With the same caveat about fully understanding sxore, I think Dion is off the mark here on how sxore works.
If I understand it fully, Identity 2.0-compliant credentials can be shown to anyone and validated on the spot, without consulting a validating authority
From what I can tell from the sxore FAQ and playing around with the sites that are enabled, with sxore, when somebody wants to leave a comment on some post or article, they have 2 choices, they can complete a captcha to prove they are human and not a bot, or they can log-in to their sxore account. Either way, they prove their humanity or authenticate at sxore.com. Sxore.com then uses the sxip protocols in order to assert to the original site that the user is, at minimum, human.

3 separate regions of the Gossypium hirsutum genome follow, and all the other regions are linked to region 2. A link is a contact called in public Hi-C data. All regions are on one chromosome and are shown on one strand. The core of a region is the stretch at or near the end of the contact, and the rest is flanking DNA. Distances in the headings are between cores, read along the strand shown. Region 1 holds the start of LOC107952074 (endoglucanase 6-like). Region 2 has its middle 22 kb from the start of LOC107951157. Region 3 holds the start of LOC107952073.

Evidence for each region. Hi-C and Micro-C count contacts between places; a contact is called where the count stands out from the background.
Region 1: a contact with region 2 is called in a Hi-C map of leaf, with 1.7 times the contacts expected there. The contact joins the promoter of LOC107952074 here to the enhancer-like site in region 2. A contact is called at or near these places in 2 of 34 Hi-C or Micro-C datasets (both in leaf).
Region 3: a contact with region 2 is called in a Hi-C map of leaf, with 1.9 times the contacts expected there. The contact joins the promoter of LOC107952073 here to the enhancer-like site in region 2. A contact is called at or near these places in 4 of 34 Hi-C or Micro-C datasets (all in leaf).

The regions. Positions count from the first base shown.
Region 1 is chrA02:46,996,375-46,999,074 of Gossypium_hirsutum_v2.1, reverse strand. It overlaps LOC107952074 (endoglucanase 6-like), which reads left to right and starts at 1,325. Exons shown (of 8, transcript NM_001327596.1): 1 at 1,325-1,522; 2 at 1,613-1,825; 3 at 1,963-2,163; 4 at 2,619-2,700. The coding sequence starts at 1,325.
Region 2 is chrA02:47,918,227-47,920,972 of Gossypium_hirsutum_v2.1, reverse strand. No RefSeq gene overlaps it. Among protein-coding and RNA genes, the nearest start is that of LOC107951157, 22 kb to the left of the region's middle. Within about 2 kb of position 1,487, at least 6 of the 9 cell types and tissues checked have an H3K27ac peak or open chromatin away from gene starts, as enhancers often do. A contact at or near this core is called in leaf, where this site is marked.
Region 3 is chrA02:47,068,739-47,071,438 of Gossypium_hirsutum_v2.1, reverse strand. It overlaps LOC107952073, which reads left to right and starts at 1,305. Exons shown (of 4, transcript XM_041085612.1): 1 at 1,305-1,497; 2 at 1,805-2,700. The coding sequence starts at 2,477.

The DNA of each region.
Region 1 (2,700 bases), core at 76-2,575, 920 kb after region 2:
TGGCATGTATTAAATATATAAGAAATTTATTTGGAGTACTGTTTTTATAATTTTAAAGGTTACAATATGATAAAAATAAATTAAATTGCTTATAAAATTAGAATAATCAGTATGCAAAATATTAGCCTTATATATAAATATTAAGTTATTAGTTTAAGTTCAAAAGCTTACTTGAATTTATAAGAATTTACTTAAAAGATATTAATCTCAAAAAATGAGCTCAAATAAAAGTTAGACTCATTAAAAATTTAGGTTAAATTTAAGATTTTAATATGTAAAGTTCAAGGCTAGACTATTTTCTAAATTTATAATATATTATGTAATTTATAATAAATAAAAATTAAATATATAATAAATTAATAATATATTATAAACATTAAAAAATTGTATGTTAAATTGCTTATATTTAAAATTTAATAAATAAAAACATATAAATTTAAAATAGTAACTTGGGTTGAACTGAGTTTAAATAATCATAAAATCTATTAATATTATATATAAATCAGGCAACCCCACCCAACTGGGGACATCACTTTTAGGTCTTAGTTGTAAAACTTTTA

So, with respect to Dion's conjecture above, the individual wishing to leave a comment does very definitely provide their credentials to a validation authority, specifically sxore.com (and perhaps other similar sxore-enabled authorities in the future).
This is not to question the value of sxore, it appears a slick (and user-friendly) solution for the problem of blog spam. But it does not do away with the role of an authoritative identity provider validating credentials and vouching for identity to relying party sites. And so, at this most basic level, sxore (and Sxip's larger Identity 2.0) appears to be consistent with many of the other identity systems.